C.S. Lewis was a devoted Christian, and even though it doesn't shine through as strongly as in the other Narnian Chronicles, there is still some allegory to be found. The theme, I think, is something close to Proverbs 16v9 in the Bible: "In his heart man plans his course, but the LORD determines his steps". Shasta, Bree, Hwin and Aravis all decide to escape Calormen to Narnia, but it is Aslan who guides their way. Even if it they didn't know it, it was he who brought them together, kept them safe, and got them to where they were going just in the nick of time.

"The Horse and His Boy" was the fifth Narnian Chronicle to be written, and the third chronologically. Well, that's not techincally true If you were being really chronological, you'd start with "The Magician's Nephew", go on to "The Lion, The Witch and the Wardrobe", stop halfway through Chapter 17 after the children become kings and queens to read "A Horse and His Boy", finish that, then go back to finish the "The Lion the Witch and The Wardrobe", then going on normally until "The Silver Chair", where you'd stop towards the end of Chapter 3, (where "The Horse and His Boy" is told to Jill and Eustace), read "The Horse and His Boy" again, then go back.

But that's being REALLY picky, and probably a little obsessive. It wouldn't be much fun at all to read the series like that.

The only book you really need to read before it, I think, is "The Lion, The Witch and the Wardrobe", which explains how the Golden Age of Narnia began.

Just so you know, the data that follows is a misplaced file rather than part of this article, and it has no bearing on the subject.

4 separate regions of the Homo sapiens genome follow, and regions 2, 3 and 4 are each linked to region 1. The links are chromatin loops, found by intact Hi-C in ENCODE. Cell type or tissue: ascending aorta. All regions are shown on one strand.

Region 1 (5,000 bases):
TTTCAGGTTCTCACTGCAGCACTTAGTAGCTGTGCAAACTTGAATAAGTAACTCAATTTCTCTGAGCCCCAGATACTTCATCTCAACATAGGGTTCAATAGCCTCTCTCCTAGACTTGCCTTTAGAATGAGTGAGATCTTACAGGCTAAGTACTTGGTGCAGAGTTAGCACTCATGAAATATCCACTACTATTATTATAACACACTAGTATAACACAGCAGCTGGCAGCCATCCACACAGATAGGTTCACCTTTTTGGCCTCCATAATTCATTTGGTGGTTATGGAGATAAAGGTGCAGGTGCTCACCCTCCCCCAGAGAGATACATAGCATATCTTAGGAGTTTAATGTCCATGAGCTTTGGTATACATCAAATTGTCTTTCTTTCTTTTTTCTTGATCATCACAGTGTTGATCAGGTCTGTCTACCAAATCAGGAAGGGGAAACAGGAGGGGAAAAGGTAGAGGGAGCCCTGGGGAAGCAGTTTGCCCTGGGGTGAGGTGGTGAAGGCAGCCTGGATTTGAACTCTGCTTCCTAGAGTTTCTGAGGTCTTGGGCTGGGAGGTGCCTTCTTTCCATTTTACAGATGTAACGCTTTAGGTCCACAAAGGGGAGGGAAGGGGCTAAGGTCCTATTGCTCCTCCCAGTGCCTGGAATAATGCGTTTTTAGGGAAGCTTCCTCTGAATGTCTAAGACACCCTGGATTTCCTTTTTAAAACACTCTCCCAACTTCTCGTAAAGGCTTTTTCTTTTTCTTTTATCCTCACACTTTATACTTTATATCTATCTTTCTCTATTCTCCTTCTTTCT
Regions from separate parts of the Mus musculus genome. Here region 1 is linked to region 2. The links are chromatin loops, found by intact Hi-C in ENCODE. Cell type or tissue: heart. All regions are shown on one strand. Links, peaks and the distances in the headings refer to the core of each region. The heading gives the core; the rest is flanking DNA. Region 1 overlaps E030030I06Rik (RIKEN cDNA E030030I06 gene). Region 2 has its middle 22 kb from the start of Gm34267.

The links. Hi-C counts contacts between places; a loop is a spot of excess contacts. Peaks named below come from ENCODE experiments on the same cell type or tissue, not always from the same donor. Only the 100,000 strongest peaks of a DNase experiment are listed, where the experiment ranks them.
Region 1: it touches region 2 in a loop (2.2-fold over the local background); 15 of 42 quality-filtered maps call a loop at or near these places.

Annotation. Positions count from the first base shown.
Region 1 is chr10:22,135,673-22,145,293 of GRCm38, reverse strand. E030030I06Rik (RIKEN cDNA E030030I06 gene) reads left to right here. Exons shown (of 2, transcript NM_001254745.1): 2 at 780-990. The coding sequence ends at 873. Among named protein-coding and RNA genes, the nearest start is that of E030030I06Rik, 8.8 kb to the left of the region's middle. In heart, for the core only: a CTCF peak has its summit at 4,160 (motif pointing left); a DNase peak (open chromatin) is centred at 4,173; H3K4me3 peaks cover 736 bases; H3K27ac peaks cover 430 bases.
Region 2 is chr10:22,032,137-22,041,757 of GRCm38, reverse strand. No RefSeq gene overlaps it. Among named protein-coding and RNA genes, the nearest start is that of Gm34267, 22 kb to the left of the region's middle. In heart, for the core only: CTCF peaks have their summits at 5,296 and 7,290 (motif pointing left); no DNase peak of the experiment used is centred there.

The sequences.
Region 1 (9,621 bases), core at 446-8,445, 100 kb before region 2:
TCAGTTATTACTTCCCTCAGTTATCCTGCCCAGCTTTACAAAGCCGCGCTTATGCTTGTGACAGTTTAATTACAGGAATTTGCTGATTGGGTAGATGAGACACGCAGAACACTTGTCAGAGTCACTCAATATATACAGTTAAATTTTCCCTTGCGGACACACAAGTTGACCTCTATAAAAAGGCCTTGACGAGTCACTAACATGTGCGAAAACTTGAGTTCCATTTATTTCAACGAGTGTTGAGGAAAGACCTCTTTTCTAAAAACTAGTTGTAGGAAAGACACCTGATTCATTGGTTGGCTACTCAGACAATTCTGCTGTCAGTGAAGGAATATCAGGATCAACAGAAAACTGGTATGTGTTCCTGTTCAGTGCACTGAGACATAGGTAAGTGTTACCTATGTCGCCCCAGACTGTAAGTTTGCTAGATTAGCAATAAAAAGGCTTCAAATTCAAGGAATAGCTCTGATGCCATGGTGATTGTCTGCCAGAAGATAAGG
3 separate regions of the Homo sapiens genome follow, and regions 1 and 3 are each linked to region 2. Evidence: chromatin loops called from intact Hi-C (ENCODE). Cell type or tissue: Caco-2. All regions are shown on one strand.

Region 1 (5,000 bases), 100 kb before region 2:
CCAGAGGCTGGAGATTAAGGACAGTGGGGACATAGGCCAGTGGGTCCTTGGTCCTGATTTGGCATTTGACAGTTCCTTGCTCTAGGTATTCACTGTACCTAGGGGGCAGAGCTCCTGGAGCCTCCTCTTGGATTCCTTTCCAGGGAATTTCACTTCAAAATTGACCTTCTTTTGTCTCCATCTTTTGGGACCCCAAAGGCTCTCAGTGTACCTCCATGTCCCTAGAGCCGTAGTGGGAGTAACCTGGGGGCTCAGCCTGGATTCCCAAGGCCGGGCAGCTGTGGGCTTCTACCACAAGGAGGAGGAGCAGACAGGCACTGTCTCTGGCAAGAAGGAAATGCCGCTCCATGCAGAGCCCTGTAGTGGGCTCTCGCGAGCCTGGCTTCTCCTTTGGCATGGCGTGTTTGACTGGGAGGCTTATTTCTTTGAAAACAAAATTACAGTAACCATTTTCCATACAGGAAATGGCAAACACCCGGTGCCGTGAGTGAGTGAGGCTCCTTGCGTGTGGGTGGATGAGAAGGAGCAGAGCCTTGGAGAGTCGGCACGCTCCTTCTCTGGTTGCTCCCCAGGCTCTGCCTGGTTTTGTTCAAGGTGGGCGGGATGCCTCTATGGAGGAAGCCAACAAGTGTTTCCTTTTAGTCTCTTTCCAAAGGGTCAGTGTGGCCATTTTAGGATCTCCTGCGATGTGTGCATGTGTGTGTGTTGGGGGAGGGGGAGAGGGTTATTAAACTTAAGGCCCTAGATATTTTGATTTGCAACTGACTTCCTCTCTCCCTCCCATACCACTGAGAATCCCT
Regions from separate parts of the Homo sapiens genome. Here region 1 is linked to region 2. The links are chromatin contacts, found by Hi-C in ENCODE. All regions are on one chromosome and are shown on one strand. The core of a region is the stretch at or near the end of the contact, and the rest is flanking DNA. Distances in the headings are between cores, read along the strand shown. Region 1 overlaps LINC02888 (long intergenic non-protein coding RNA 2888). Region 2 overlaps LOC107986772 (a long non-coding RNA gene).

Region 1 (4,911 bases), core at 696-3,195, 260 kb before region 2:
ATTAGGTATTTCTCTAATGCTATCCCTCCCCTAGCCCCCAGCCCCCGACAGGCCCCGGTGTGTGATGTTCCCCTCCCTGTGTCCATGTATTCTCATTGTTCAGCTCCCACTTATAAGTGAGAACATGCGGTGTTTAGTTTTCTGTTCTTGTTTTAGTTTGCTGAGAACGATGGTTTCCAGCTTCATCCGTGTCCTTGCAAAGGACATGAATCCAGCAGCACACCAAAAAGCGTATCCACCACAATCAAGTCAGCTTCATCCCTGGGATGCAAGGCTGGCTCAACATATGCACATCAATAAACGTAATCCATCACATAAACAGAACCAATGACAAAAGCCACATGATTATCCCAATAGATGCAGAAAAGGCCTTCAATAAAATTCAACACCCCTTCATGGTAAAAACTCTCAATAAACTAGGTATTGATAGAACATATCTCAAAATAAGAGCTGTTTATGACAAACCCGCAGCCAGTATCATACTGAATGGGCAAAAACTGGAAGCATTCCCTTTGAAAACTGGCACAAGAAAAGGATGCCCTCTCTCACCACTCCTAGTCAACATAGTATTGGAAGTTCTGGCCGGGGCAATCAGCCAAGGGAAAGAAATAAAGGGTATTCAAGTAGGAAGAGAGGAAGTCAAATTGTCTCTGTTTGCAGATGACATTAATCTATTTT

I've been reading the series in the order that Lewis wrote them in, and again I've noticed a feeling of a looming end, a feeling that began with "The Silver Chair". The pieces of "The Last Battle" are falling into place. Apes being associated with deception, the introduction of Tash and the religion of Calormen, hints of Susan being too grown up for Narnia (she stays in the castle, acting like an adult, while her sister Lucy goes to battles), all elements very important for the Narnian finale.

Probably not an essential in the series, but enjoyable enough.
10 internautes sur 12 ont trouvé ce commentaire utile 
Much Better Then I Remembered 23 septembre 2003
Par Mark Baker - Carstairs Considers - Publié sur
Format: Broché
Shasta is about to be sold into slavery when he meets Bree, a talking horse. Together, the two set out for Narnia. But their journey is filled with danger as they are chased by lions. Meeting up with two more travelers, they must get through the town of Tashbaan undetected. That's where they learn of a plot against the rulers of Narnia, Peter, Susan, Edmund, and Lucy. Will they be able to get there in time to sound the alarm?
I can remember being disappointed with this book as a kid, mainly because it doesn't involve a magical trip from our world to Narnia and we hardly see the four from the first book. When I sat down to reread it, I found that I had forgotten much of the story, so I was captured anew by these adventures. I found myself reading "just one more chapter" to find out what would happen next. And Aslan's scenes especially moved me as well.
If you start this book aware that this isn't your typical Narnia adventure, you're sure to find plenty to enjoy.